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Fuji RAW Files (RAF)

Discussion in 'Fujifilm Cameras' started by Craig20264, Sep 3, 2020.

  1. miked

    miked Well-Known Member

    I've added it to my development software, and found it is great for Fuji RAW file work - and, as you say, "It's free"!!!!!
     
  2. PeteRob

    PeteRob Well-Known Member

    Can you print from it? I think that’s why I didn’t stick with the original ‘lite’ version back in 2008/9 or so.
     
  3. miked

    miked Well-Known Member

    Haven't tried a direct print from Capture One. I've been exporting into PS6 and printing from there with really good results. I'm beginning to wonder why I never tried the program much earlier, but I suppose, better late than never.
     
  4. Jeff Lee

    Jeff Lee Member

    I get them ok so I wonder if you're saving RAW only?
     
  5. Jeff Lee

    Jeff Lee Member

    Thanks for the reminder of the Express version. I kept hearing about Capture One and when I've gone back to investigate, the Fuji site links to the full version. I just tried Express to see how it handles RAW and sure enough, no worms. What I want is the editing features of Photoshop though. So that means opening in Capture One and exporting the best possible image to PS. I tried tiff, png and even jpg but none of them are as good as the Fuji JPGs! They all look like electronic images enlarged, whereas the Fuji JPGs have an organic grain to them that brings out details otherwise lost in the other formats. I'll try Capture One a bit more but I'll probably stick with using Fuji JPGs while keeping RAWs for generating JPGs in the future in other Fuji film simulations. It's a pity that Adobe's RAW handling from Fuji has this problem at high magnifications. It limits the range for pulling more picture information out in post. I've seen a YouTube video though where someone demonstrates a Camera RAW update (not in 2020 releases) that (kind of) addresses the issue (ish) with what looks like a blurry grain-pattern effect:
     
  6. PeteRob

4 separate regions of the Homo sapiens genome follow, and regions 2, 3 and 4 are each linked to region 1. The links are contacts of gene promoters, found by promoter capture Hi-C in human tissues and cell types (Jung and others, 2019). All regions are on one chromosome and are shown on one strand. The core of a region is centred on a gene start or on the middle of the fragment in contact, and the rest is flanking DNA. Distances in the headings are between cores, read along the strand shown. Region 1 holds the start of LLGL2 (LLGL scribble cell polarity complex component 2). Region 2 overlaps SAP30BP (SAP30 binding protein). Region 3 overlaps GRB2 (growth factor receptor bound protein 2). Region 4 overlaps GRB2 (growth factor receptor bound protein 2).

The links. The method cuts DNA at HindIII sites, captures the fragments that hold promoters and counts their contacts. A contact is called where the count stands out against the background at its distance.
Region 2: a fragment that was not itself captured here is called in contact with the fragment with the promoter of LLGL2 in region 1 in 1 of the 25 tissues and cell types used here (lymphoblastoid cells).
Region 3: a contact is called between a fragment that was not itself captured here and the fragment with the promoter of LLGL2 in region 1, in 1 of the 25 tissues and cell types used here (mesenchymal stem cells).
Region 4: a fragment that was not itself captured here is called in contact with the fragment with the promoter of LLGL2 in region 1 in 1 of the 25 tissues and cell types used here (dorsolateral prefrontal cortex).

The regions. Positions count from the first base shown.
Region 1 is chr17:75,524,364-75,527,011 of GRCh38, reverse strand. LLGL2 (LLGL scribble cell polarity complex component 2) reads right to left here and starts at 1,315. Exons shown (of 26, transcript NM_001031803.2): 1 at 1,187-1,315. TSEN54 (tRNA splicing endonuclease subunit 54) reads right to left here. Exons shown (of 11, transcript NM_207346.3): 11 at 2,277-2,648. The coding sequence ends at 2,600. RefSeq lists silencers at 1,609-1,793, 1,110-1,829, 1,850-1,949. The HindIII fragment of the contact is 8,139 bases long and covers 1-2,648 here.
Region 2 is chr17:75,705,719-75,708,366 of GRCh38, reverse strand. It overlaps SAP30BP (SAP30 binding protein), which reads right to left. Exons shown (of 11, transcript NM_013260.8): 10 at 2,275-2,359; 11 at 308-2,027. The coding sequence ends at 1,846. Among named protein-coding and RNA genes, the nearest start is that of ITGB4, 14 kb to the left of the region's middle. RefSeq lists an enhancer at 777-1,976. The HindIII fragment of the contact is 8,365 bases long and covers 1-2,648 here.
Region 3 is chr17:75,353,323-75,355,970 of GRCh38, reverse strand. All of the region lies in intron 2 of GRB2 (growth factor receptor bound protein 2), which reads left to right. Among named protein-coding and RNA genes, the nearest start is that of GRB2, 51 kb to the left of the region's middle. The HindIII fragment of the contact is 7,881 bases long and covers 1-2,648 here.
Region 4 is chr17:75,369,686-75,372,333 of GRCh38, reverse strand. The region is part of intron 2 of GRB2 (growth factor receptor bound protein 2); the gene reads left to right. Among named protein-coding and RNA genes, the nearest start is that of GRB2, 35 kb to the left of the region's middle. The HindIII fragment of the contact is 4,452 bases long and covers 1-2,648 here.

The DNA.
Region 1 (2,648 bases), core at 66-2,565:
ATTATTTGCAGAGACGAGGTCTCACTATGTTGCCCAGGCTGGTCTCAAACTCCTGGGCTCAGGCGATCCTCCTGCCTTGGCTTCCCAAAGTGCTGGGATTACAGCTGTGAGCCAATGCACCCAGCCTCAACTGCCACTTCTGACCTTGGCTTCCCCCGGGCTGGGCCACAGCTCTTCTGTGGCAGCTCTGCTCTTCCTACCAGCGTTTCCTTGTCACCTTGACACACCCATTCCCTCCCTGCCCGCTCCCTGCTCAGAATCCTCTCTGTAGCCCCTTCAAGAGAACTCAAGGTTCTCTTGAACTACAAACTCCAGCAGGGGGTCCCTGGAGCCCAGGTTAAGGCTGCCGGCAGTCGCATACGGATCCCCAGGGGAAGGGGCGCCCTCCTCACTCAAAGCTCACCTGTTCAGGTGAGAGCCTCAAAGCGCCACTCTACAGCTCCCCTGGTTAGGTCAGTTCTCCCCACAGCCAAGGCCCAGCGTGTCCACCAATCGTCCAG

PeteRob Well-Known Member

    That video is about the Enhanced Details feature in ACR. The presenter seems at pains to explain that the video is for people who are “picky about how their 300% view of their pixels looks”. Maybe that’s why I haven’t related to the “worm” issue. As far as I can see my Fuji files are fine. Why on earth look at 300 % magnification ? That’s using 9 screen pixels to represent each camera pixel. Useful maybe if retouching pixel by pixel (though I’m not sure how that can work with more than 100% view) but I can’t see the problem unless someone is seriously upsizing images.
     
  7. Jeff Lee

    Jeff Lee Member

    Indeed it depends on end use. As he says, some people are disturbed by the uneveness of the grain when retouching. I can understand this if someone's getting strange results when using a cloning tool. I can see that it might also be wierd if printed really large. Does anyone really do that? I'd have thought that if you're looking at A1 and above then you wouldn't be using 24/26 megapixel.

    I use RAWs and JPGs as reference images in Painter. Grain patterns are only noticeable if I use high percentages of source photos in some areas of a finished work. But then it's unlikely to be the plain / featureless areas of a photo that show the wormy grain. I gravitate towards Fuji RAWs anyway because the Fuji colour / mono simulations and grain patterns lend themselves better to painting. I generally get a good exposure / histogram, and painting can entail major changes, so adding any photographic workflow needs to be justifiable, including RAW processing.
     
  8. PeteRob

    PeteRob Well-Known Member

    I read the Adobe blogs on Enhanced Details and on Super Resolution (which takes Enhanced Details a step further) this morning. As far as I can see neither was aimed at doing anything specifically with grain, more to improve demoisaicing around details, although I suppose noise could appear as a detail to an algorithm.

    I tried Super Resolution - it is not yet available in Lightroom - which doubles image linear size. It looks interesting. Like enhance details it is mainly aimed at older raw files rather than 20+ MP ones. My mac is a bit slow for it as, annoyingly, it seems to use the GPU which kills screen refreshes while it is active so the mouse pointer doesn't move and you can't open another window even though the system CPU and memory aren't particularly impacted.
     
  9. JMK

    JMK Well-Known Member

    I have absolutely no problem with converting the RAW (RAF) files from my Fuji X20. I use plain old fashioned photo.shop CC 2020 and have never even considered Lightroom. Lightroom is no where as easy to use as CC which in general does a 1st class job. The X20 is only 12mp but it will happily print an A3 without a problem. I use it as a my 'go anywhere' lens and body and compact enough to to carry comfortably and safely when I'm motorcycling.
     
  10. PeteRob

    PeteRob Well-Known Member

    The issue with X-trans raw files seems to rest with those who edit using more than 200% enlargement. I only use 100% to check focus and edit at far less. Like you I have no problem with RAF.

    ACR is almost the same as LR. As far as I know the latest ACR (13.2) is the first version to have a feature ahead of the LR implementation. The interfaces are a bit different but I’m surprised you find ACR significantly easier to use than LR. If you print to A3 from 12 MP do try the new super resolution option out. I thought it looked quite good.
     

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